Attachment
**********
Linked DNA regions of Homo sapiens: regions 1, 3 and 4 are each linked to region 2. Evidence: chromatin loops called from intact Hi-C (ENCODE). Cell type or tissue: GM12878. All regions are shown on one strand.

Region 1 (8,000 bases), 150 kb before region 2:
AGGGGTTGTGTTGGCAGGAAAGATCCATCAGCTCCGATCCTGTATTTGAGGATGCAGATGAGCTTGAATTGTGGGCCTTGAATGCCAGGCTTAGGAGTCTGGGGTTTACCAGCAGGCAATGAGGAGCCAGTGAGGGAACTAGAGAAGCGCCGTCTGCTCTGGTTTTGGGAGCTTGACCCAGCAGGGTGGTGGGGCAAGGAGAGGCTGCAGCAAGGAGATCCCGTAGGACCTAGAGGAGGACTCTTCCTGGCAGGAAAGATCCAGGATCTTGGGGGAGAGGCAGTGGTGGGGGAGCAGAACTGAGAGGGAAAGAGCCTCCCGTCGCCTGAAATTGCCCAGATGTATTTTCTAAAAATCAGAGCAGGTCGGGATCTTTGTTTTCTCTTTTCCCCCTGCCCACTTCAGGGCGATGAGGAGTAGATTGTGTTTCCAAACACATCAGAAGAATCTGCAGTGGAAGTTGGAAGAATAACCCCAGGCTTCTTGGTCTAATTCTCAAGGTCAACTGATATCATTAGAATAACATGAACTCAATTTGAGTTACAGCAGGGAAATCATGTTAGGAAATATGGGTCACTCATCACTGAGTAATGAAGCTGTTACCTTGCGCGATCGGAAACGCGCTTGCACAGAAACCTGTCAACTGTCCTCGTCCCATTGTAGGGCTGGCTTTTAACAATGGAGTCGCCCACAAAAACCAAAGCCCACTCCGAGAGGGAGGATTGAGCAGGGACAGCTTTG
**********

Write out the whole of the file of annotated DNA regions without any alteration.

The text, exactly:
Linked DNA regions of Homo sapiens: regions 1, 3 and 4 are each linked to region 2. Evidence: chromatin loops called from intact Hi-C (ENCODE). Cell type or tissue: GM12878. All regions are shown on one strand.

Region 1 (8,000 bases), 150 kb before region 2:
AGGGGTTGTGTTGGCAGGAAAGATCCATCAGCTCCGATCCTGTATTTGAGGATGCAGATGAGCTTGAATTGTGGGCCTTGAATGCCAGGCTTAGGAGTCTGGGGTTTACCAGCAGGCAATGAGGAGCCAGTGAGGGAACTAGAGAAGCGCCGTCTGCTCTGGTTTTGGGAGCTTGACCCAGCAGGGTGGTGGGGCAAGGAGAGGCTGCAGCAAGGAGATCCCGTAGGACCTAGAGGAGGACTCTTCCTGGCAGGAAAGATCCAGGATCTTGGGGGAGAGGCAGTGGTGGGGGAGCAGAACTGAGAGGGAAAGAGCCTCCCGTCGCCTGAAATTGCCCAGATGTATTTTCTAAAAATCAGAGCAGGTCGGGATCTTTGTTTTCTCTTTTCCCCCTGCCCACTTCAGGGCGATGAGGAGTAGATTGTGTTTCCAAACACATCAGAAGAATCTGCAGTGGAAGTTGGAAGAATAACCCCAGGCTTCTTGGTCTAATTCTCAAGGTCAACTGATATCATTAGAATAACATGAACTCAATTTGAGTTACAGCAGGGAAATCATGTTAGGAAATATGGGTCACTCATCACTGAGTAATGAAGCTGTTACCTTGCGCGATCGGAAACGCGCTTGCACAGAAACCTGTCAACTGTCCTCGTCCCATTGTAGGGCTGGCTTTTAACAATGGAGTCGCCCACAAAAACCAAAGCCCACTCCGAGAGGGAGGATTGAGCAGGGACAGCTTTG